The game takes on a ‘premium’ model, with a $9.99 one-time purchase, rather than an in-app-purchase model common across other top grossing games such as Pokémon Go and the Clash series. While impressive, you have to consider that the game is still yet to launch on Android at the time of writing this overview. This will bring in another huge wave of users, with an enormous revenue boom expected in when it hits the Google Play store.

December 24-26th 2016 – In-app revenue hits half a billion, shattering records

The end of year holiday weekend is always a huge period of app stores, with 2016 seeing a season like no other. Google Play and Apple saw a collaborative year-on-year increase of 52% in revenue, rising from $330 million in the 2015 period to $500+ million in 2016 according to Sensor Tower. Of this, 87% was found to be through in-app spend, with Pokémon Go having its strongest week since launch due to a holiday themed event.

December 31st 2016 – The biggest year in app store history closes on its biggest day

New Year’s day ended 2016 as the year began, demolishing yet another record. On the Apple App Store alone, spend on December 31st hit $240 million, with Google yet to release their figures for the year end. “2016 was a record-shattering year for the App Store,” said Phil Schiller, Apple’s senior vice-president of worldwide marketing.

Revenue hit a total of $27 billion on the Apple App Store, with estimates and industry reports suggesting a similar level on spend on Google Play.

While the app stores have much more to offer than just games, the ‘big days’ were all clearly linked to the marquee launches and updates of the monoliths of mobile. Superdata found a total of $41 billion was spent on app store games in 2016, almost half of the worldwide spend of the total $91 billion spent on video games across all platforms.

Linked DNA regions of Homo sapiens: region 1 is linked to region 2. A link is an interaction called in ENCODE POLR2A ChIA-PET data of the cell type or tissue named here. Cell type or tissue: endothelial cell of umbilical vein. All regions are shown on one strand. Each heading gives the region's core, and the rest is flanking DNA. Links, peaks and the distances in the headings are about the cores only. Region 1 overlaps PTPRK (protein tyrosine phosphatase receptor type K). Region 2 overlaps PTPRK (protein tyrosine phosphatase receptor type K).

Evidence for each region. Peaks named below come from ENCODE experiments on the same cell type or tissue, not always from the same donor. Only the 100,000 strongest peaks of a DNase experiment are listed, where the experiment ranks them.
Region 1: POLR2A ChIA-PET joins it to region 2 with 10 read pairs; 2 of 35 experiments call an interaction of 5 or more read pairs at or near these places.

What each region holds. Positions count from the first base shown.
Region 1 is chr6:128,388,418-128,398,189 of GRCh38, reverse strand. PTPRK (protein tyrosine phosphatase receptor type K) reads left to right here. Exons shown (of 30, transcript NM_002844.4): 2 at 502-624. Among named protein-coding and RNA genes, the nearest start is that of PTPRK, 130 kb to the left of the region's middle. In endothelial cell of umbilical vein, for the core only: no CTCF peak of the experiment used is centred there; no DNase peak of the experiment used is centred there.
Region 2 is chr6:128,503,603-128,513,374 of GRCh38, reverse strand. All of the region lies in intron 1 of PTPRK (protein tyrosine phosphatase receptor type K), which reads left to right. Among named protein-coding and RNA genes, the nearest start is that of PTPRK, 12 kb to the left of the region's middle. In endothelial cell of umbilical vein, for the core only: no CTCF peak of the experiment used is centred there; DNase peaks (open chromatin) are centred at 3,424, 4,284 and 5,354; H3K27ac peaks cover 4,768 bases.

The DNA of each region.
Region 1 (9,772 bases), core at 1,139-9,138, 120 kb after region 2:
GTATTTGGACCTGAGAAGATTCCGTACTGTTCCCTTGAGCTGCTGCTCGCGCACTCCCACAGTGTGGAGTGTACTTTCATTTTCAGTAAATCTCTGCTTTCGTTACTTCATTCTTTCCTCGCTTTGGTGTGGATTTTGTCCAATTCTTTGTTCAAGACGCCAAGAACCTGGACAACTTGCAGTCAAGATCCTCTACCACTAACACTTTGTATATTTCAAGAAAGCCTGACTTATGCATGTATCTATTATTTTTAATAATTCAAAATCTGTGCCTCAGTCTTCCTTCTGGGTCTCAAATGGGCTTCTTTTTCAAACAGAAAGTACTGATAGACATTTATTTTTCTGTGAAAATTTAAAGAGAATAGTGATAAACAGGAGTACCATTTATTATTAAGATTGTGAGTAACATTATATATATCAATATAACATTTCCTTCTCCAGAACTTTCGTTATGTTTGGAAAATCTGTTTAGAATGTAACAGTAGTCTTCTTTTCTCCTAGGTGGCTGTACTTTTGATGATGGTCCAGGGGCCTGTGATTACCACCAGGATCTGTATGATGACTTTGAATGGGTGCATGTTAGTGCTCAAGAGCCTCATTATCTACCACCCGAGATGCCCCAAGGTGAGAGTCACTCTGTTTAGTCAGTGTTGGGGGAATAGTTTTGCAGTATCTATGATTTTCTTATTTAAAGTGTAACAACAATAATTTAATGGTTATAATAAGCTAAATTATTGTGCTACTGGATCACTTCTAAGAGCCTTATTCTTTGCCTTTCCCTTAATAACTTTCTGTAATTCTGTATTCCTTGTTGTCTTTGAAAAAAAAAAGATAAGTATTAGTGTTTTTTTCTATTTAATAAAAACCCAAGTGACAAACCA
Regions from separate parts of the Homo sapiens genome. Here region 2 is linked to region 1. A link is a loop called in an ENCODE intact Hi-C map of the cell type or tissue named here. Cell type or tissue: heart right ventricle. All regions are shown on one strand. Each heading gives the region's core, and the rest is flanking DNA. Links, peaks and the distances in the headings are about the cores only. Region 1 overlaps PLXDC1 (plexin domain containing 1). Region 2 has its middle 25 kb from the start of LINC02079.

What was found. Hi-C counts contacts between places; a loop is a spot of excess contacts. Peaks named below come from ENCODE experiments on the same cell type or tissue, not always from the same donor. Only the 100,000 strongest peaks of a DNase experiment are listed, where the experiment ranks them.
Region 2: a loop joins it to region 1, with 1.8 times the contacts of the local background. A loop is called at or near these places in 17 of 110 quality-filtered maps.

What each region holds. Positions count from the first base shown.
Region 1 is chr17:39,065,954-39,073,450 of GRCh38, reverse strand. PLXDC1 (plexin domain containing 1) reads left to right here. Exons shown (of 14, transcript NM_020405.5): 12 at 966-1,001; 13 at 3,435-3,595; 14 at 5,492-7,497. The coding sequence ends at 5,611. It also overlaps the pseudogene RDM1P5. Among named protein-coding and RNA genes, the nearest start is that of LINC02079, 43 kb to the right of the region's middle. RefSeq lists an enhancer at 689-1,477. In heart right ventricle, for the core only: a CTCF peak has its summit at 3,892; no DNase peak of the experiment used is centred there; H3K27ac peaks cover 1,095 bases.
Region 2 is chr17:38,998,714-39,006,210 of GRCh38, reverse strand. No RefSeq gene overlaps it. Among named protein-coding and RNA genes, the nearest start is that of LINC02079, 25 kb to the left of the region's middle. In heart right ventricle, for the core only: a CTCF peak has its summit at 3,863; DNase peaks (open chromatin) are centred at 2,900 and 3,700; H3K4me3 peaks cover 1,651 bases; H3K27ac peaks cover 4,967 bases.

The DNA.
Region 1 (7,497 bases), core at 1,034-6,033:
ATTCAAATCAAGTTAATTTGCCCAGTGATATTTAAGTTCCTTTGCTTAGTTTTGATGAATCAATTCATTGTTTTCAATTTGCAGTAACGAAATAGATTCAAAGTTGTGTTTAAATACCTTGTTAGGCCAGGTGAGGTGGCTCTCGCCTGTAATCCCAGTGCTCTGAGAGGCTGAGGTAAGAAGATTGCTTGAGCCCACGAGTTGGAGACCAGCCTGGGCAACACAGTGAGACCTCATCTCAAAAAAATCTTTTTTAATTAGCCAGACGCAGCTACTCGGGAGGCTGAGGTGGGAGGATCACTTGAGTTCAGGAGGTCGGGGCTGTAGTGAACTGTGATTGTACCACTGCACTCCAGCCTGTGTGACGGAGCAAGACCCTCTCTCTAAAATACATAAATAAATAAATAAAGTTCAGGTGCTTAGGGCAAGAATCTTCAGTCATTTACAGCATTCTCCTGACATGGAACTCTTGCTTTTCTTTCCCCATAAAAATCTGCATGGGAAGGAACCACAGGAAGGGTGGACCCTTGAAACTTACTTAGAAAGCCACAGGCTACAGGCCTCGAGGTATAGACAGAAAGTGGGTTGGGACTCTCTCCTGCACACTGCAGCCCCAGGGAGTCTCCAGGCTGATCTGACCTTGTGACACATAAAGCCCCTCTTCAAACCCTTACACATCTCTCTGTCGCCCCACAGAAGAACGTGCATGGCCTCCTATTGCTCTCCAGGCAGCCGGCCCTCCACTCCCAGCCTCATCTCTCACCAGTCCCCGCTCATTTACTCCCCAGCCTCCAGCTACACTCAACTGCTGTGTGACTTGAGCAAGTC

What’s in store for 2017?

2016 was a huge year for the app stores, but it seems the only way is up. Major games developers such as Nintendo have finally entered the space, with other huge publishers finally seeing the significance and opportunity for 2017 and beyond.

More hugely anticipated Nintendo franchises such as Animal Crossing and Zelda are on the horizon, and we can expect more content from established games. As with Pokémon Go, these new titles are likely to add new users without cannibalizing the market, bringing first time users in with their favourite franchises, as well as accommodating the ‘whales’ which have made the app stores the revenue-earning powerhouses they are today.

2016 saw the big shake up with the monoliths of mobile, in 2017 we wait to see which will be the next Pokémon Go or Super Mario Run and take the app store to the next level of success.

Josh Spoelstra

Marketing Executive, Bango


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  • I think the reason these kinds of success stories seem relatively rare is that most indie game developers lack any sort of business skills. In fact most of them seem to actively believe money is evil. These types tend to fail and are the loudest voices in the media that say the app store is impossible to break into.